Your security: Who is in charge?
Strategic analysts believe the creation of a single homeland or internal security ministry, separate from the home ministry is one of the top three security reforms that India needs following the Mumbai carnage, report Pramit Pal Chaudhuri and Aloke Tikku.india Updated: Dec 04, 2008 19:40 IST
US customs, immigration, coast guard, ports, airports and border control all report to one minister, the director of homeland security. In India, these bodies report to six different ministries.
While it is often derided in the US as cumbersome and inefficient, the US ministry has one thing to its record: since its creation after 9/11, no foreign terrorist has been able to attack the US mainland.
Strategic analyst K. Subrahmanyam believes “the creation of a single homeland or internal security ministry, separate from the home ministry” is one of the top three security reforms that India needs following the Mumbai carnage.
Internal security, he argues, cannot be a part-time job of the home minister along with Centre-state relations and minority issues. “It needs the attention of a full-time cabinet member,” he says.
The fragmentation of internal security in India is all the more remarkable given how the country has been repeatedly attacked by terrorists over the decades. There are many examples of how the lack of a single institution in charge of the country’s first ring of defence costs the system in terms of efficiency.
An Intelligence Bureau joint director recalled setting up five subcommittees, each headed by a different agency, within the Subsidiary Multi-Agency Centre he headed to get others to share information.
“It was not the best model but the only workable one,” he concedes. <b1>
The divisions run not only between, say ports and airports, but within institutions. Coastal defence is divided between three different agencies: the state coastal police, coast guards and the navy. But even they are all at sea.
“We do not know who, or how many vessels, are authorised to be in the deep waters,” a coast guard official says. Because records of movements of vessels are held by a different set of agencies: customs, the directorate of fisheries of the state concerned and the Mumbai-headquartered Directorate of Shipping.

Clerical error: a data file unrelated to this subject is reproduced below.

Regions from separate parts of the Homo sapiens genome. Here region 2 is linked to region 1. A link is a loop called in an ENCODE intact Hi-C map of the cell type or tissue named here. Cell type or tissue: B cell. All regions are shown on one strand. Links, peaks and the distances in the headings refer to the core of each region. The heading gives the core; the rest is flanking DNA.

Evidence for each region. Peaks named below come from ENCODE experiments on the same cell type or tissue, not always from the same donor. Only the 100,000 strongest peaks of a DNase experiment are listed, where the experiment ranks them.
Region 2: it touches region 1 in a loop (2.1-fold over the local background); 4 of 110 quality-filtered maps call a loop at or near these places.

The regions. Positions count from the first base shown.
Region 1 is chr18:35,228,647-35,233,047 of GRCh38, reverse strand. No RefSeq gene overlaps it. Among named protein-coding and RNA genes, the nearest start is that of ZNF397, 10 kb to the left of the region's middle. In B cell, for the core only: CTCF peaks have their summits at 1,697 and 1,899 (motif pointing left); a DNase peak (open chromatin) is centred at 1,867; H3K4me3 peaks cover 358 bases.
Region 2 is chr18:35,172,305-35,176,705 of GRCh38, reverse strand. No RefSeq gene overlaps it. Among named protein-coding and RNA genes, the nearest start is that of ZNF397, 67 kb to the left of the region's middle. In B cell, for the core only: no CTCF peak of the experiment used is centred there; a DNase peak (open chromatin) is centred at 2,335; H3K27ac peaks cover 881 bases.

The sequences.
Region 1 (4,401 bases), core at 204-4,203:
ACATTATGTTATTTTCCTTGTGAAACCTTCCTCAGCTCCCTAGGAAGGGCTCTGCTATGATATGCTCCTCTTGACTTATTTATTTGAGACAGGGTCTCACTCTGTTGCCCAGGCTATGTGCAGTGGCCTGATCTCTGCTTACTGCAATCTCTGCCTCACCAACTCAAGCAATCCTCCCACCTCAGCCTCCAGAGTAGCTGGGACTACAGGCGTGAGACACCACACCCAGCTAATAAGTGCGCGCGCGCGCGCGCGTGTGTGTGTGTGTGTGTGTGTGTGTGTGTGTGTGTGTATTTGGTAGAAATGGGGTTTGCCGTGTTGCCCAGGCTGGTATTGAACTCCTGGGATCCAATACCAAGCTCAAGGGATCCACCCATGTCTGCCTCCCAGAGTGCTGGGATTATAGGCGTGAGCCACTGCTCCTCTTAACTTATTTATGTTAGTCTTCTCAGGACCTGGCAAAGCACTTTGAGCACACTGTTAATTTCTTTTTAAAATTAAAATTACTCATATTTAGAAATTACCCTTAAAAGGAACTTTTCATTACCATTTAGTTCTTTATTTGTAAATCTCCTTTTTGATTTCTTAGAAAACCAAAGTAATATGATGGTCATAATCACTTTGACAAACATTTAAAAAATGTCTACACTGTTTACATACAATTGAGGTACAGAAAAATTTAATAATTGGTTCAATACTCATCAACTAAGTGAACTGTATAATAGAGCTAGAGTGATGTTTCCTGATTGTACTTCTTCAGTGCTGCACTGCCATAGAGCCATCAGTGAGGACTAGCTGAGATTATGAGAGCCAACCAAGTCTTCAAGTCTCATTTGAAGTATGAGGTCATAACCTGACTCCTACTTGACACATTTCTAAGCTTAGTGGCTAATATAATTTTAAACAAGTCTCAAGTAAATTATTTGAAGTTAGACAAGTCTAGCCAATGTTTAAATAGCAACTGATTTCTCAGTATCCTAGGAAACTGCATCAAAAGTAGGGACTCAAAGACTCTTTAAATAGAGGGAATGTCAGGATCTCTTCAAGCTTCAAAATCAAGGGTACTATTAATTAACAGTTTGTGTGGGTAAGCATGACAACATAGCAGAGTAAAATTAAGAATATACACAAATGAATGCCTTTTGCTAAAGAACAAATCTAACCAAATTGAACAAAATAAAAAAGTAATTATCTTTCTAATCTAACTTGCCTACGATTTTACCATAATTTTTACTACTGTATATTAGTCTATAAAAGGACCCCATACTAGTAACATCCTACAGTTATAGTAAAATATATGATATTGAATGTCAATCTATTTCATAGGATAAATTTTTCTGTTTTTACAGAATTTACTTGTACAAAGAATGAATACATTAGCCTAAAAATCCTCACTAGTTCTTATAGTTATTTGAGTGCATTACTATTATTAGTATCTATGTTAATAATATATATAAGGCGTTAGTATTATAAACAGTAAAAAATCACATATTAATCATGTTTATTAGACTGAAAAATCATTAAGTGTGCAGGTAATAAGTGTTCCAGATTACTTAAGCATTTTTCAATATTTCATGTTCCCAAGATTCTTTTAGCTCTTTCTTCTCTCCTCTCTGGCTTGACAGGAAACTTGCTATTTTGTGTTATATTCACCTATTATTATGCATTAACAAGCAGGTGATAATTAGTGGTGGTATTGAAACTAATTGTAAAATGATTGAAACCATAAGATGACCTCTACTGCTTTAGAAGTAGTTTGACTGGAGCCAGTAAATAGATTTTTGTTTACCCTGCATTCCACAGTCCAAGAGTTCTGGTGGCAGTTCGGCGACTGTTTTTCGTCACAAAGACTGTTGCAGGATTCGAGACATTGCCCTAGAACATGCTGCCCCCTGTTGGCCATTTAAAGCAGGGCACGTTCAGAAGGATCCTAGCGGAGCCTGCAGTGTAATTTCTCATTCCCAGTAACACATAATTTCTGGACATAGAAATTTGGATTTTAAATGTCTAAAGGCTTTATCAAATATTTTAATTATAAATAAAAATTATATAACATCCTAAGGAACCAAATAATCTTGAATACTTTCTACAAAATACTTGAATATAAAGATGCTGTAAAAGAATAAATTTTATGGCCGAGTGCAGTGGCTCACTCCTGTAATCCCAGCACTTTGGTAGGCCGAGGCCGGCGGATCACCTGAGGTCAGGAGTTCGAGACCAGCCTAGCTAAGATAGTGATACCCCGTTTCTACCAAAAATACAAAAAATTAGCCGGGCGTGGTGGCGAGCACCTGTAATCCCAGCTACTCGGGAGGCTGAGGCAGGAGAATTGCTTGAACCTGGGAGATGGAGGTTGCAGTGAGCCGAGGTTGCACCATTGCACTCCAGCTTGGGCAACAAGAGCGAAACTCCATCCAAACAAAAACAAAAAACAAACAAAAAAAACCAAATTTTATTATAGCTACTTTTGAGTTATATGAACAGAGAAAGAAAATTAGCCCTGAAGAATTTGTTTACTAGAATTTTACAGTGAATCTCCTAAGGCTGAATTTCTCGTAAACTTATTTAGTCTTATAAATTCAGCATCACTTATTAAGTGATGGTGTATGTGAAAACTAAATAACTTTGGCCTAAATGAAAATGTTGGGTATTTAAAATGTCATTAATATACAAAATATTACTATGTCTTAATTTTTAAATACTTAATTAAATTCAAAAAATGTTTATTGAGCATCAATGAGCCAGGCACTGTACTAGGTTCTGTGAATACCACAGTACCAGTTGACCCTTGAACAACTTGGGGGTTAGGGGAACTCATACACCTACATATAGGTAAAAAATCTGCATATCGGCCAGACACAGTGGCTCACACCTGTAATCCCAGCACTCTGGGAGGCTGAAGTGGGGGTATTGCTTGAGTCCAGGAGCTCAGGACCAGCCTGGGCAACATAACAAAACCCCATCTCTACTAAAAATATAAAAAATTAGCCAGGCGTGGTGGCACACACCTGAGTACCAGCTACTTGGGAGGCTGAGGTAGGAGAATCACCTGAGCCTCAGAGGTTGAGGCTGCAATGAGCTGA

This, when border control is particularly important to India because of porous borders with countries which are home to elements hostile to the country and a longer coastline. No other major country faces such a challenge on this front.
A.K. Mitra, who spent the last few years as chief of the Border Security Force, acknowledged the “lack of coordination and reluctance to share information” among different forces.
Mitra retired this September, convinced that India should consider “a central agency on a par with the US homeland security department”.
K. Santhanam, ex-deputy director of the Defence Research and Development Organisation, feels the government has ignored technological solutions to the border problems.
“I have visited our border posts running from Kashmir to Gujarat. I have personally installed fences that can detect a person crawling through the sand into Rajasthan,” he says. “We also have sonar and seabed sound detectors that could warn us of maritime intruders. All at relatively low cost.”
These solutions are unpopular, as are most forms of border control, because they affect the lucrative profits that come from smuggling.
Subrahmanyam argues, “There has to be a clampdown on the organised crime-politician nexus. Many of the terror incidents happen because the smugglers open a door for their goods. The RDX explosive then follows the same route.”
“To defeat the likes of Dawood Ibrahim you need clean politics,” he says.
The other internal security breach that needs to be closed is the divide between central and state agencies. Or within the central agencies themselves.
The coast guard, entrusted with guarding India’s 7,516 km long coastline, has less than one man for every kilometre.
“It is the same story in the hinterland,” says an IB official, stressing that reforms in state agencies had to match the reforms in Delhi.
Except for the police in some metros like Delhi and Mumbai, Indian states and cities do not have the capacity to fight terror or even follow up tip-offs from central agencies. Why, they don’t have enough men to police their streets. “So they expect us to spoon-feed them,” he complains.
Because militants often use criminal or illegal networks to accomplish their missions, beat cops often turn up leads into more dangerous groups.
“They are still dependent on their criminal intelligence network to fight terror,” he says. Sometimes they are lucky, go looking for something and end up with a bigger catch.
Like when the Chhattisgarh police questioned a man for theft, only to realise that he was a Naxalite and led them to two other Naxal commanders. Or the Madhya Pradesh police entered a house in Indore looking for some local Students Islamic Movement of India activists and ended up catching the group’s leadership including chief Safdar Nagori.
“We were accidentally lucky… We can’t be lucky every time,” the official says.